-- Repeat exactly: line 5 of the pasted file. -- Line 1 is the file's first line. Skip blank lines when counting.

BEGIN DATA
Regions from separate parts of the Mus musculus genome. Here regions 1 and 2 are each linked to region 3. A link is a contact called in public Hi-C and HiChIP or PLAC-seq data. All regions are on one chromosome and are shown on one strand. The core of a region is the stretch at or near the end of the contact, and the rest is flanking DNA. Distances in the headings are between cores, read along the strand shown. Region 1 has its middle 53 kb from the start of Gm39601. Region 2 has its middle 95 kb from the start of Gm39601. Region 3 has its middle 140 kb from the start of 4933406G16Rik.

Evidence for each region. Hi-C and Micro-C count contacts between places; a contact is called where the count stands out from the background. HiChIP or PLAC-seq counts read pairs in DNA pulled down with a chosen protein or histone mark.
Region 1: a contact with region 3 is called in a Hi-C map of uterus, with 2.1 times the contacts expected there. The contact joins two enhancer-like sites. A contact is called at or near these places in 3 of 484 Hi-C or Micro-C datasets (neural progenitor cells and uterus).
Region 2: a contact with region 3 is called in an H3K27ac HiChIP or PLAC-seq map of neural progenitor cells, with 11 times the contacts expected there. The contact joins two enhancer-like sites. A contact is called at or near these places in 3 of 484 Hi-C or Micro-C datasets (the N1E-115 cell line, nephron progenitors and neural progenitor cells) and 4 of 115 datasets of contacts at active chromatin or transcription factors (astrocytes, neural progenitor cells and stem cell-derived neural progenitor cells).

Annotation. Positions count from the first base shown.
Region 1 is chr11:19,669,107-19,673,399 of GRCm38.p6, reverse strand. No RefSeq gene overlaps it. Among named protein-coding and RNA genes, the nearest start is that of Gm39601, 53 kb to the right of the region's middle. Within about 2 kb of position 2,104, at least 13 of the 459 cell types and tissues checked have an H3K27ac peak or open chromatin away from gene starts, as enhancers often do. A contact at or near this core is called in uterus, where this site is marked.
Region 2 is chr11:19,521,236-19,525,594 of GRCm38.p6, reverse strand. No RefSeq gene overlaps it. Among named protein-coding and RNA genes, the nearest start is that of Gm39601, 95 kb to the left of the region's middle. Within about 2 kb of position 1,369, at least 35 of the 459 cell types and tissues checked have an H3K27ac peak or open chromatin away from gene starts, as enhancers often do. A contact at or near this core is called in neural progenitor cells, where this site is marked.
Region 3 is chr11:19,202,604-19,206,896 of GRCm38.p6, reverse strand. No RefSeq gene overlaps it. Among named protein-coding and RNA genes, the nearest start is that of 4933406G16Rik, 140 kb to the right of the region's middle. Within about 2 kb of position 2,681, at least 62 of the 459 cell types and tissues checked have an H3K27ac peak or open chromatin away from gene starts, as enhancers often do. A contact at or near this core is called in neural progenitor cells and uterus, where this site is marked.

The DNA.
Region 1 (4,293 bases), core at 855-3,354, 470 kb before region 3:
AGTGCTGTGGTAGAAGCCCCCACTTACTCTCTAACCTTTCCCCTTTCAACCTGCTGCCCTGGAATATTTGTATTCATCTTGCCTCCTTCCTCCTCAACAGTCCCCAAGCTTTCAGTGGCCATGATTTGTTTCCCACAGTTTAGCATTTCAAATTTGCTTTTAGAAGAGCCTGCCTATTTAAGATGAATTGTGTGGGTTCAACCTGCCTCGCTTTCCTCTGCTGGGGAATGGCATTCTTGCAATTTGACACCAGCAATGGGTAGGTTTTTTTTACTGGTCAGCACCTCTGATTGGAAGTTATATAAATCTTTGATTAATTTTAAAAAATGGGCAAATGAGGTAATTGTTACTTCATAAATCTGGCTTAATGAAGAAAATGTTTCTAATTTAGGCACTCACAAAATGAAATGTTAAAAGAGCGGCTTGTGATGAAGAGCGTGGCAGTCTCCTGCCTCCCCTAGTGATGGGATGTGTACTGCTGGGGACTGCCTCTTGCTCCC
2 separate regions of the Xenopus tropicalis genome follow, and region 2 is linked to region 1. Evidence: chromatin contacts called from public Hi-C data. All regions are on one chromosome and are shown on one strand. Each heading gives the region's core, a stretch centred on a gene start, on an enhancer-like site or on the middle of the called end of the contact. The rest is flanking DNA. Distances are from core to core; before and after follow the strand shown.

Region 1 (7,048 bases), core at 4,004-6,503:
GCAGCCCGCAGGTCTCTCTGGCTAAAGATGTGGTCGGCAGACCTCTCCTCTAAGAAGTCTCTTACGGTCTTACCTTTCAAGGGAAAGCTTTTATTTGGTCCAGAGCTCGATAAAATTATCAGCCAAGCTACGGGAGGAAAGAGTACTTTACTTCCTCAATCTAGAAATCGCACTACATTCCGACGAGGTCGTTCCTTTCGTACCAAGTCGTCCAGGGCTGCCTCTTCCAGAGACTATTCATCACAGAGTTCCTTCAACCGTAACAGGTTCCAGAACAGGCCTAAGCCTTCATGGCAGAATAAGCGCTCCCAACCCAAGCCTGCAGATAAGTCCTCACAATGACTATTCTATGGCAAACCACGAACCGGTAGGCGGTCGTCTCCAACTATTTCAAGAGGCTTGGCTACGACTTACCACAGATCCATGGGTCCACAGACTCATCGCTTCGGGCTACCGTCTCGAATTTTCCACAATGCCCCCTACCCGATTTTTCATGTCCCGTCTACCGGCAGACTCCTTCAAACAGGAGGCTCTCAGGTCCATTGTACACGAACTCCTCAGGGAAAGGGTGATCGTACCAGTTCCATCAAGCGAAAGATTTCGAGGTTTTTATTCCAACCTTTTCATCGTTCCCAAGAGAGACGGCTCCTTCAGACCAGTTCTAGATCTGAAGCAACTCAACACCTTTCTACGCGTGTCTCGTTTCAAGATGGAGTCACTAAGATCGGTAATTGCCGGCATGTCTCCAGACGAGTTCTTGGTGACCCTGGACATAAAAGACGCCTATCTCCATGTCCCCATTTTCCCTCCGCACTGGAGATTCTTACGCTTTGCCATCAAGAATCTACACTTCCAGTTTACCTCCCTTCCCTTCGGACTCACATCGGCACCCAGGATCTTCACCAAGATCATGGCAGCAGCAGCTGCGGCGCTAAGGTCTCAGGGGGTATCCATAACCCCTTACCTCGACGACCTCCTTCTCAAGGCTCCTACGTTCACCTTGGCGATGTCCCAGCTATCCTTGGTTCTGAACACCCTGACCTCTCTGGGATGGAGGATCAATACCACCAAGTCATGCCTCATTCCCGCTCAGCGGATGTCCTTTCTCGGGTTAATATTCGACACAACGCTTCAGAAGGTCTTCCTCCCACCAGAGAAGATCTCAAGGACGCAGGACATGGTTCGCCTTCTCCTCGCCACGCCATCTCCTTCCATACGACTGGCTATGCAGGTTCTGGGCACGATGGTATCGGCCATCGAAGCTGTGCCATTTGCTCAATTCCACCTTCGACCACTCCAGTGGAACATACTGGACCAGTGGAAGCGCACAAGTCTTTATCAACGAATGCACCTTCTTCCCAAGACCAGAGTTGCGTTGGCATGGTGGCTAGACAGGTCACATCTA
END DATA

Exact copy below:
Annotation. Positions count from the first base shown.